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Diplomat: Syria chemical attacks report insufficient for imposing sanctions on Damascus

August 31, 9:16 UTC+3
The OPCW-UN specialists claim that they have sufficient information confirming the complicity of Syrian government forces in the chemical attacks in the province of Idlib
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© ITAR-TASS/Mikhail Pochuyev

UNITED NATIONS, August 31. /TASS/. The data contained in the report of the OPCW-UN joint mission to investigate chemical attacks in Syria are not enough to place responsibility for some incidents on Damascus and impose Security Council sanctions against it, Russian Ambassador to the UN Vitaly Churkin told reporters after a closed-door Security Council meeting on Tuesday.

"Frankly, I don't," the diplomat said answering a question on the issue. "We continue to, of course, analyze the report, but again there are two cases, which, they suggest, are the fault of the Syrian side. We have very serious questions."

According to Churkin, experts of the Organization for the Prohibition of Chemical Weapons (OPCW) have already established that chlorine was in all likelihood used during the conflict in Syria. However, there is no hard evidence that the Syrian government forces are implicated in this. The diplomat emphasized that some of the report’s provisions are worded in such a way that they give no full confidence that these findings are fully accurate.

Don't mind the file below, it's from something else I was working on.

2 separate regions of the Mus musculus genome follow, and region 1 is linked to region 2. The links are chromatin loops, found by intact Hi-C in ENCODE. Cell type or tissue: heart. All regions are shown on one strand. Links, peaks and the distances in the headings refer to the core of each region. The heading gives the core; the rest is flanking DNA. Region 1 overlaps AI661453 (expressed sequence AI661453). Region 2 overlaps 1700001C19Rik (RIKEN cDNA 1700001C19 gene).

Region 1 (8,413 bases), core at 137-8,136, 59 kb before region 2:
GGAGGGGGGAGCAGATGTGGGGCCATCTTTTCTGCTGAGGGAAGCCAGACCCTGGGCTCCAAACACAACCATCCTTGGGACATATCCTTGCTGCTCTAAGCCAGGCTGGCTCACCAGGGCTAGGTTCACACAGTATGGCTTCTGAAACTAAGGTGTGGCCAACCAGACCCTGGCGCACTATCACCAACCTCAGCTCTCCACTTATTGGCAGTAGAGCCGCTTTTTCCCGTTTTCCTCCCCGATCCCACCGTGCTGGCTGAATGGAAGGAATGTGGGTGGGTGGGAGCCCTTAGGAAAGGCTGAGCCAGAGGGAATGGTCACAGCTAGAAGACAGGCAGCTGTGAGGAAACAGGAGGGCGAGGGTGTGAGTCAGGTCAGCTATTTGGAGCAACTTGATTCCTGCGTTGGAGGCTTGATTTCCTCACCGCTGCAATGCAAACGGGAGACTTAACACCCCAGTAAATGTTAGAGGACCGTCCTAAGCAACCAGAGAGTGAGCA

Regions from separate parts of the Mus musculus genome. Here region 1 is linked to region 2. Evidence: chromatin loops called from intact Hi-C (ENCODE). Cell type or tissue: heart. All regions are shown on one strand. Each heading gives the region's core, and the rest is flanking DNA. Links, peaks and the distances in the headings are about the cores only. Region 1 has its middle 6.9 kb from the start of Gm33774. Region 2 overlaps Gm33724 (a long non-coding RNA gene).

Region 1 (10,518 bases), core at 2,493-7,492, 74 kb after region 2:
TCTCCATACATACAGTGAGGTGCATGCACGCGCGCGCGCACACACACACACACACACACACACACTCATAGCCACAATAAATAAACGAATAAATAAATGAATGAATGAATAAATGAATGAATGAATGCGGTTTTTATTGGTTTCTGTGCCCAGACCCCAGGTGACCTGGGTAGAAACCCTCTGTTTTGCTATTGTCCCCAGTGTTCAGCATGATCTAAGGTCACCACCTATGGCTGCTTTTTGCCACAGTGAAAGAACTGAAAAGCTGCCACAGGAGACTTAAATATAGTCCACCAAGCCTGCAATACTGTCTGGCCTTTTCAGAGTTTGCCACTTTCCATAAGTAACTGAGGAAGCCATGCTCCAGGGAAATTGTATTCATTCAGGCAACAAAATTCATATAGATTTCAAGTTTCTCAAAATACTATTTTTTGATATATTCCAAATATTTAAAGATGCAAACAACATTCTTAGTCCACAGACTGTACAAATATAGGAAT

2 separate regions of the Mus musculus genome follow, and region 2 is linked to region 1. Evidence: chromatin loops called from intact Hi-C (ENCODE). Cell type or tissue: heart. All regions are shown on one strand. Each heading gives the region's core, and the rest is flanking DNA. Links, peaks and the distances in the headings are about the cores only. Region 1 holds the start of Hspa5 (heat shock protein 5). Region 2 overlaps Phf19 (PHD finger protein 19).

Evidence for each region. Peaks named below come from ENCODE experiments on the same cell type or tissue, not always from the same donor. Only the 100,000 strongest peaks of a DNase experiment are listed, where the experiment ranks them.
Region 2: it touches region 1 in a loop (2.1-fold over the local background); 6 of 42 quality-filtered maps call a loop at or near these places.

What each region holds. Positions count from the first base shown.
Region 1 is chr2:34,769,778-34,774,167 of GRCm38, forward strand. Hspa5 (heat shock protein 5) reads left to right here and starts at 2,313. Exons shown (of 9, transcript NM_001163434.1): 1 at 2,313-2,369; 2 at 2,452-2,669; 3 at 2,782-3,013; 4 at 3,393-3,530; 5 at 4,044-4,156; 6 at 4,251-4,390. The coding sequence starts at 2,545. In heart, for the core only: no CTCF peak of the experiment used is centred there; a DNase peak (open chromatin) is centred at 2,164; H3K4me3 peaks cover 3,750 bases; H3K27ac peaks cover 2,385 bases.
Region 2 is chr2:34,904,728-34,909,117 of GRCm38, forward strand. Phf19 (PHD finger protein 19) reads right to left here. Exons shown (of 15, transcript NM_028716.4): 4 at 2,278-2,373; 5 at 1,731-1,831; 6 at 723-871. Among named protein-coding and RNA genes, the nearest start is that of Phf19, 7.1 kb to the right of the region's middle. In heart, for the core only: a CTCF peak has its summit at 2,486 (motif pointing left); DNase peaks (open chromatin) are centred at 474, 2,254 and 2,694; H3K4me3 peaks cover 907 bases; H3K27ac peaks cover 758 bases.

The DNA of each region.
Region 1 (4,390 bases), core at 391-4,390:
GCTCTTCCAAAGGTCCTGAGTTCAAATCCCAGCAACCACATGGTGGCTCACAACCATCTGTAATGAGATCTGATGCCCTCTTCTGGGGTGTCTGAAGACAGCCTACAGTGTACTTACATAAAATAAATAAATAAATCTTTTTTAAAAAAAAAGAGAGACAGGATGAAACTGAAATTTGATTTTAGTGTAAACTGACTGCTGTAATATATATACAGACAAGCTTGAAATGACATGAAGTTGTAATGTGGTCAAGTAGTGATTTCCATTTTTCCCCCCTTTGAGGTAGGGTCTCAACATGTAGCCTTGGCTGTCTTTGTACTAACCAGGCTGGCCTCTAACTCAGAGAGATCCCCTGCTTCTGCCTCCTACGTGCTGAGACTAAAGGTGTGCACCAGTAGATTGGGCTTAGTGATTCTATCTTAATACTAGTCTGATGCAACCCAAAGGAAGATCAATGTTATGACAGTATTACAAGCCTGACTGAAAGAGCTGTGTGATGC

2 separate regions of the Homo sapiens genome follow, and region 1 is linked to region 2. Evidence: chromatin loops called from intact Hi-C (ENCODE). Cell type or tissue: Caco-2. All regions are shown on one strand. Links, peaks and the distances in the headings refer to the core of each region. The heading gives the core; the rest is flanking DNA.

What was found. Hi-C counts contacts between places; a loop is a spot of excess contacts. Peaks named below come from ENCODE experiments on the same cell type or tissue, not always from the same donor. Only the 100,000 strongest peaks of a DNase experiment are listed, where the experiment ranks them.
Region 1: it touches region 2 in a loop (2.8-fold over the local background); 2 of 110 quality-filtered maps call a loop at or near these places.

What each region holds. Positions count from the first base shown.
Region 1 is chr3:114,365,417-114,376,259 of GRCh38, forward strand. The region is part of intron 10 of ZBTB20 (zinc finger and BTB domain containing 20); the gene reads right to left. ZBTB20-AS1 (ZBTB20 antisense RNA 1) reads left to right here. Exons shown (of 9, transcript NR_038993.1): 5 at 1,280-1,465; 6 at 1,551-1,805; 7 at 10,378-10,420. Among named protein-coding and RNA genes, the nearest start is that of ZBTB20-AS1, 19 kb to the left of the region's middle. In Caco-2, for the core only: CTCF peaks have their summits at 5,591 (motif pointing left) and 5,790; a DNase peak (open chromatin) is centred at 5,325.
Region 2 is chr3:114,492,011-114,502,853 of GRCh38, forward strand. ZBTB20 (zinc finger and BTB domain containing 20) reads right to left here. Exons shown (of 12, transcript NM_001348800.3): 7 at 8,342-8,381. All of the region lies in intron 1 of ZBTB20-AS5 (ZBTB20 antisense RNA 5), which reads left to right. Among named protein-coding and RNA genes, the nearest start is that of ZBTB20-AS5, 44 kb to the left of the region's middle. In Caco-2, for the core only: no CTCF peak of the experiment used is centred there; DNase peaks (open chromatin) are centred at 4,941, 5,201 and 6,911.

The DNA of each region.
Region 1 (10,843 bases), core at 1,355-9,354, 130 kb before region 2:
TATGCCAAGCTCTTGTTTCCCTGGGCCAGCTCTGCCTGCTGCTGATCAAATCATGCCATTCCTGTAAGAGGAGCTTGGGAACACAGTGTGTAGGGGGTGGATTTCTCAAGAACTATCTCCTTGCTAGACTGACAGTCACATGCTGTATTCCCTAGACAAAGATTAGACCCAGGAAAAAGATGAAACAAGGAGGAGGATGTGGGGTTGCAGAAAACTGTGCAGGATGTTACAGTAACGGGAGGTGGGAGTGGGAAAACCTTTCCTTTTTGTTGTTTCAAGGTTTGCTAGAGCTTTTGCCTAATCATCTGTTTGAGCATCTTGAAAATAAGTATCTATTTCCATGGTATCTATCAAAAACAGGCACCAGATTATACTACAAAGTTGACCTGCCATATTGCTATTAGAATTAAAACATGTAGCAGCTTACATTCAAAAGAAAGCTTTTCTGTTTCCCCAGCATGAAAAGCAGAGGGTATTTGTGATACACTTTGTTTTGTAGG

The delegations of the UK and France earlier said that they would seek measures against those responsible for using chemical weapons in Syria.

The report on the investigation conducted by the UN and OPCW experts was submitted to the UN Security Council on August 24. They investigated the cases of the use of chemical agents in Syria from December 2015 to August 2016. The investigators were able to make conclusions on those responsible for the chemical attacks only in three cases.

The OPCW-UN specialists claim that they have sufficient information confirming the complicity of Syrian government forces in the chemical attacks in the province of Idlib. The conclusions are based, among other things, on the evidence of eye-witnesses and a forensic expert study. Thus, according to the specialists, the remainder of a shell found at the place of the attack in Sarmin corresponds to the design of a barrel bomb - a weapon used by the Syrian aviation.

Syria agreed in September 2013 to place its chemical weapons at the disposal of the international community for their subsequent elimination as part of a deal concluded between Moscow and Washington. The deal was preceded by a gas attack in the suburbs of Damascus, which killed from 280 to 1,700 people, according to various data. The agreement on Syria’s chemical disarmament was sealed by UN Security Council Resolution 2118 passed on September 27, 2013. The UN Security Council warned in this resolution that in case of the use of chemical weapons by anyone in Syria, it might take measures under Chapter 7 of the UN Charter, which admits of the possibility of imposing sanctions and using military force.

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